If you haven't looked at your network cabling in a quite awhile, it might be time to consider upgrading to an all-wireless network infrastructure. Why? Because wireless is a very viable option that can connect all your PCs together.
What's happened? Well, the cost of wireless network adapters is nearly at parity with wired ones, and if you are buying laptops as your main desktop, then there is nothing to add to your PCs because all desktops come with built-in wireless network adapters now. Second, the performance of wireless, especially the newest 802.11n-capable products, is also nearly at parity with wired networks, or at least to the point where for most common office tasks your users won't know the difference. Finally, there is better management software to handle administrative tasks, and better encryption software to protect your wireless networks from the hacker-in-the-parking-lot-with-a-laptop scenario (HITPLWALS).
Think I am kidding about HITPLWALS? I was recently visiting the Dallas Cowboys new stadium and talking to their IT manager about this: while the stadium is barely open for business, they have detected six different HITPLWALS attacks over the past several months as they have finished construction. Their wireless network will cover not only the interior of the stadium but the nearby parking lot fields as well. Now granted your business may not be trying to blanket the better part of a small city with your wireless network, but still this is something to worry about. This is why you use encryption, to keep those prying eyes and keyboards away.
Wireless networking means you can take your network infrastructure with you when your business expands (or contracts) and you need to move into new space. And you have the flexibility to put workstations where it makes sense, rather than where you can reach with a set of cables. You also can do most of the infrastructure yourself, without having to pay for specialized electricians and construction workers.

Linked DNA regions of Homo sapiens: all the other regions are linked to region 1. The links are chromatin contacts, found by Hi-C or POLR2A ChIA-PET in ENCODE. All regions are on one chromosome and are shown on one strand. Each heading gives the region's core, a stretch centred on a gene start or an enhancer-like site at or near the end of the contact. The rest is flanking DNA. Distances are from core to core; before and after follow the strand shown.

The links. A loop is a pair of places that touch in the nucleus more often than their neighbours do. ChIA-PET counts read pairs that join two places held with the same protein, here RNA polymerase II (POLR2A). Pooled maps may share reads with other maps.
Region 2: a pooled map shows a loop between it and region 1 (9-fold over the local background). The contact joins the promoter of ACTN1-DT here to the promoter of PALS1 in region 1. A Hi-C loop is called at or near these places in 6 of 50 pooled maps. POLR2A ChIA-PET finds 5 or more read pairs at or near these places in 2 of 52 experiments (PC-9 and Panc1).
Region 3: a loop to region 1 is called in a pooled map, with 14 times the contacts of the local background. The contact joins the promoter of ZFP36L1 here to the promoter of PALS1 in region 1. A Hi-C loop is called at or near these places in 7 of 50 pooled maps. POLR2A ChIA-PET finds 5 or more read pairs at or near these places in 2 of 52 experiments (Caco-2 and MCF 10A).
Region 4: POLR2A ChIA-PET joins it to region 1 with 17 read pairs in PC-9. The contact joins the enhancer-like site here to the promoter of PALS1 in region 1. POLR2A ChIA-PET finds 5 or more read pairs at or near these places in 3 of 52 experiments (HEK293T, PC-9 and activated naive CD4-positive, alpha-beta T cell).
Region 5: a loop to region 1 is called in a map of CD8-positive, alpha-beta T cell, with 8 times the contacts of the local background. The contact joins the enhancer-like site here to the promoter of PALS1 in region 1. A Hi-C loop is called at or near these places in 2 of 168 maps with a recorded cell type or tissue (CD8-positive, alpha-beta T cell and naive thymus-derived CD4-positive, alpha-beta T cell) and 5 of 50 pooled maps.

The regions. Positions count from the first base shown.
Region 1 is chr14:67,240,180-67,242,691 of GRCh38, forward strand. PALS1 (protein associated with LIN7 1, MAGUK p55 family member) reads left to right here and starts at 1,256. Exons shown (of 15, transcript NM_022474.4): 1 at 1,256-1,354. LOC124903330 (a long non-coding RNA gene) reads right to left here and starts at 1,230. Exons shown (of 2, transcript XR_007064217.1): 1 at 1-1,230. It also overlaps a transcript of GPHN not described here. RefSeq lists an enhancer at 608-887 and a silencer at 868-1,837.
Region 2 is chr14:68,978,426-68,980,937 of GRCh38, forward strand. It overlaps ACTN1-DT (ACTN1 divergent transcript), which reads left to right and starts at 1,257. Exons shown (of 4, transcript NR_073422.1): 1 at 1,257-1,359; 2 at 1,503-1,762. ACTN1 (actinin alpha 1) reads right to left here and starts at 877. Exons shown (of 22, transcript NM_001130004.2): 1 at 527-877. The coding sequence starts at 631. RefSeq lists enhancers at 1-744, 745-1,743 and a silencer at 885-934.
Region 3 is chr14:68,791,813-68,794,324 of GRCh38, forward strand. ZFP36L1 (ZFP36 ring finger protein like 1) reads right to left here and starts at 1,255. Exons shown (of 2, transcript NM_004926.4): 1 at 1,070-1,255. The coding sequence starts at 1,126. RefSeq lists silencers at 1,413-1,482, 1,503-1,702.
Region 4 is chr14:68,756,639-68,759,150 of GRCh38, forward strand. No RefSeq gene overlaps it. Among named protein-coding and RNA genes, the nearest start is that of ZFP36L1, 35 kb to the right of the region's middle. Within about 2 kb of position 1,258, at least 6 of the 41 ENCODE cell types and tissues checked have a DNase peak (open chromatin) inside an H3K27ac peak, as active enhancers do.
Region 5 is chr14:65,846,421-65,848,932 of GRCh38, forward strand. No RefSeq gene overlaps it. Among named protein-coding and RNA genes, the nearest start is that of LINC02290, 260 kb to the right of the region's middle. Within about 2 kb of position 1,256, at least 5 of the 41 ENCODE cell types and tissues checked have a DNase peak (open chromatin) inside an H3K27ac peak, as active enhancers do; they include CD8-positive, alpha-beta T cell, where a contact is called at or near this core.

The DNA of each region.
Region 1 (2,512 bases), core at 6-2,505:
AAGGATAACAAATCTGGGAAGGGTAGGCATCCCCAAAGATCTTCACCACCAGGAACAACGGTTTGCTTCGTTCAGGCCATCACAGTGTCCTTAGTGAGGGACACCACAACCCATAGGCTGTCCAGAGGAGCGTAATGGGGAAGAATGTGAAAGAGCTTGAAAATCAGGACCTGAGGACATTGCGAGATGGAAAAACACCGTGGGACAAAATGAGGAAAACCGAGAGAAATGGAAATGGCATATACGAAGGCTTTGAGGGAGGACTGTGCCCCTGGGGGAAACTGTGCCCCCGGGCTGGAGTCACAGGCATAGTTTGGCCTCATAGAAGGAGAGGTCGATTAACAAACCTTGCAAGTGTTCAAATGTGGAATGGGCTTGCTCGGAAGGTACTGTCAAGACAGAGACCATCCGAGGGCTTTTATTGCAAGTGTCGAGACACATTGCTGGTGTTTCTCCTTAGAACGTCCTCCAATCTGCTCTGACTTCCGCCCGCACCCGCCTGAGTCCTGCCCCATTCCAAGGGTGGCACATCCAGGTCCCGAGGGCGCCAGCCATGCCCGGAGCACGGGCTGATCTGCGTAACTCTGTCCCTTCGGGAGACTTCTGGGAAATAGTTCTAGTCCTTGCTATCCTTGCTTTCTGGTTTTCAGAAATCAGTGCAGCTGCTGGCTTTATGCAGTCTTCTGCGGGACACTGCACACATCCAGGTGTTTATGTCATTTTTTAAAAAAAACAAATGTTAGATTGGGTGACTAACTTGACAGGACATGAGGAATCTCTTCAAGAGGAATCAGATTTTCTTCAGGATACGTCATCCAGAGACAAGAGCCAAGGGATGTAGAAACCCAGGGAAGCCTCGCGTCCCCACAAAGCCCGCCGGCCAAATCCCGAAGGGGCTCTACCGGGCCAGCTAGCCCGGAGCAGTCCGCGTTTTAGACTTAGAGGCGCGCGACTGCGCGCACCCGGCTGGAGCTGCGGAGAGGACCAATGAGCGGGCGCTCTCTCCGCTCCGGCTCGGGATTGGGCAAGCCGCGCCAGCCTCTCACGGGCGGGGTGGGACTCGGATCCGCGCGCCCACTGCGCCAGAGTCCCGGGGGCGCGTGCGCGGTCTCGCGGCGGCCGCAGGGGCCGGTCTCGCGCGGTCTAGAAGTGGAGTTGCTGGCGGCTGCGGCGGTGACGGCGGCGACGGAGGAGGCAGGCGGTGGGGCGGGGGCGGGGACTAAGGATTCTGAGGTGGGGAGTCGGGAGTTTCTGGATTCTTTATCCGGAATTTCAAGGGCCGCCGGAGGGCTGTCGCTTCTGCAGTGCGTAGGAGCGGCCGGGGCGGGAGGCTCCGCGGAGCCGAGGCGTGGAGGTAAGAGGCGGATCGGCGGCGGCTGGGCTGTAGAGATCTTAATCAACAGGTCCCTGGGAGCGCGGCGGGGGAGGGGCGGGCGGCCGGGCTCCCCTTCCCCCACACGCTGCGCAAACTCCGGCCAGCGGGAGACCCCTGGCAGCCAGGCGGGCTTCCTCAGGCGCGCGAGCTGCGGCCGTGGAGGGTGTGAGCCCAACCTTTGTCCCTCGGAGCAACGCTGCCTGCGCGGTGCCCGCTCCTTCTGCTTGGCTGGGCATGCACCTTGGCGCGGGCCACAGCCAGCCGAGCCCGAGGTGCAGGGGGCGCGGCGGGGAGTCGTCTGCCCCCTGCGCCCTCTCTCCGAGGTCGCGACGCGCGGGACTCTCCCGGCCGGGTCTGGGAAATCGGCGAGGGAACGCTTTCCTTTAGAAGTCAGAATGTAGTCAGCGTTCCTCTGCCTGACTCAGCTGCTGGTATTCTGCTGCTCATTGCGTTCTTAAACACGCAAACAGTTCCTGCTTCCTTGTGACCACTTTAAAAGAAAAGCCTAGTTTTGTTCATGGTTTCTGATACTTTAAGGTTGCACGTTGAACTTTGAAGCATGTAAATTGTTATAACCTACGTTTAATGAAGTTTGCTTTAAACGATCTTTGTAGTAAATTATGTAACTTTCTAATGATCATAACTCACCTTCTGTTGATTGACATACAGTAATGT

So where do you get started? First, do a census of what networking adapters you have in your current PCs and whether any of them support 11n wireless protocols. If a majority of them do, all the better. If not, you will have to make do with the older 11g standards for your PCs.
Second, look at how many wireless PCs you need to support and where they are located around your office. Unlike many networking products, it doesn't make a bit of difference what operating system they are running, but if you have older versions of XP (or even pre-XP Windows), you will have some trouble running some of the newer encryption protocols.
You probably don't want to connect every device that you have in your business wirelessly. Shared printers, network file servers, and other network devices such as cameras or IP phones are better left as wired connections, provided you can reach them with cabling.
Third, decide whether you need one or more wireless access points. Things get complicated when you go to more than one AP, but if you can serve your entire population from one that is best. The 11n products have the widest range, which is another reason to use them. If you are stuck with 11g, then take a look at the Linksys Wireless-G Range Expander product here and see if that will help.
We'll talk about where to locate your wireless access points and what kind of wireless access point device to buy in another column. In the meantime, start thinking about cutting the cable and looking at what wireless networks can do for your business.
David Strom is a former editor-in-chief of Network Computing, Tom's Hardware.com, and DigitalLanding.com and an independent network consultant, blogger, podcaster and professional speaker based in St. Louis. He can be reached at firstname.lastname@example.org.